* C$ softer at C$0.9969
* Bonds firmer across curve
TORONTO, Jan 10 (Reuters) - The Canadian dollar held above parity against the greenback on Monday morning but returned some of last week's gains as risk appetite suffered on the back of weaker Chinese data and softer commodity prices.
China's trade surplus fell 6 percent to $183 billion last year, the latest evidence it is making progress in rebalancing its economy toward domestic consumption and cutting reliance on exports, such as Canada's, with demand for base metals falling. [ID:nTOE709033]
"It's generally commodity FX weakness," said Elsa Lignos, G10 currency strategist at RBC Capital Markets in London.
"On the day it's underperforming alongside the commodity currencies, but the moves aren't huge."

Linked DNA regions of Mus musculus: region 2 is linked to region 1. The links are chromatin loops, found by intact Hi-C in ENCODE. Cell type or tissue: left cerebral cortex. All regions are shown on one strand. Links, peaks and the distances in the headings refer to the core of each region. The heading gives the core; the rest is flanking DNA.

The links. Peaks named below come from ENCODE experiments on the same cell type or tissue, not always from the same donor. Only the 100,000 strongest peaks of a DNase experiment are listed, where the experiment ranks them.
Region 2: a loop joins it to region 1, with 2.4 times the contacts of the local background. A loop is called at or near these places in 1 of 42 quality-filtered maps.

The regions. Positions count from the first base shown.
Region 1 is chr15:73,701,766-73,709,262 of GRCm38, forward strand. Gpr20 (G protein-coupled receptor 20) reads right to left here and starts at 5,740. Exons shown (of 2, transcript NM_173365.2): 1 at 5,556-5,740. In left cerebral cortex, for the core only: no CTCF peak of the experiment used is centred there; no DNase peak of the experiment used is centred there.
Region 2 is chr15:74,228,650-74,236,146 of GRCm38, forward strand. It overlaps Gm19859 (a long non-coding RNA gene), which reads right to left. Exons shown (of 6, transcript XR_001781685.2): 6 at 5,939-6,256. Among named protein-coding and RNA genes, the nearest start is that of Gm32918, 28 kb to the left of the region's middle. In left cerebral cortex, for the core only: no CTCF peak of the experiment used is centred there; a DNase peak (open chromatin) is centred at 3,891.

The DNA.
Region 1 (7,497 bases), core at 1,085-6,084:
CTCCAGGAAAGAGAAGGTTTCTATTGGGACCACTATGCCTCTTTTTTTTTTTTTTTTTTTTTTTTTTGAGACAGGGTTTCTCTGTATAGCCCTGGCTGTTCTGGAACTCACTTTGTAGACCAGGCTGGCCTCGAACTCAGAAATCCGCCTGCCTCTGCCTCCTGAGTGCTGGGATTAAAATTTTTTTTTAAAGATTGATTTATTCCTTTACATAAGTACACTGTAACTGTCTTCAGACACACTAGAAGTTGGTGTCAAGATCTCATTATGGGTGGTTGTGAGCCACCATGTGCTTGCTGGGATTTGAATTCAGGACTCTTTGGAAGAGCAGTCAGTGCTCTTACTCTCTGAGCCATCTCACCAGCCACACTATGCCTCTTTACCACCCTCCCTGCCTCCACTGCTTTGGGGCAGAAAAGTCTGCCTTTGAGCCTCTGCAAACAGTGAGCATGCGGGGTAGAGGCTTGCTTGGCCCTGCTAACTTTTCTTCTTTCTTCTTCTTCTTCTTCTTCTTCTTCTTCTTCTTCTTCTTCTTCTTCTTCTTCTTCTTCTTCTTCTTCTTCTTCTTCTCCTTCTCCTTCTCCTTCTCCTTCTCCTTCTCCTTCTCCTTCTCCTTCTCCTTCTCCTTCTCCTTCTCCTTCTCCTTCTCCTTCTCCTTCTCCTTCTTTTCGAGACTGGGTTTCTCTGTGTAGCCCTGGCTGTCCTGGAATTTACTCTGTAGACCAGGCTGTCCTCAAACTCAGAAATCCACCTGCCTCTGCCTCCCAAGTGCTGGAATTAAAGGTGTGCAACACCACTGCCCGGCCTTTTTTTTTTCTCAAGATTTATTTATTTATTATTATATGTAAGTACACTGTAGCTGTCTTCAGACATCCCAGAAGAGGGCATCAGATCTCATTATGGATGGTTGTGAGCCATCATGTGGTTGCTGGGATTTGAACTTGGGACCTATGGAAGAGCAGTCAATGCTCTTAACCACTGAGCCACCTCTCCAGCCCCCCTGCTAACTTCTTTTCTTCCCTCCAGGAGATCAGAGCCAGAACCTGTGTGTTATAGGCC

Copper in particular slid 1 percent as investors worried about debt problems in Europe and a rising U.S. dollar made metals more expensive for non-U.S. investors. [MET/L]
At 8:02 a.m. (1302 GMT), the currencystood at C$0.9969 to the U.S. dollar, or $1.0031, down from Friday's North American finish at C$0.9918 to the U.S. dollar, or $1.0083.
Lignos pointed to short-term support for the U.S. dollar still at last week's low of C$0.9889, with resistance at C$1.0020.
Later in the day, the Bank of Canada's business outlook and loan officer surveys and a speech from Deputy Governor Agathe Cote could provide further direction, but Lignos said broader global risk appetite will provide most of the impetus for the currency.
"More likely we're going to be stuck around these levels, trading around parity," she said.
Canadian bond prices were slightly stronger across the curve as North American equities pointed down. [US/]
The two-year bondwas up half a Canadian cent to yield 1.708 percent, while the 10-year bond added 10 Canadian cents to yield 3.171 percent.
(Reporting by Claire Sibonney, Editing by Chizu Nomiyama)
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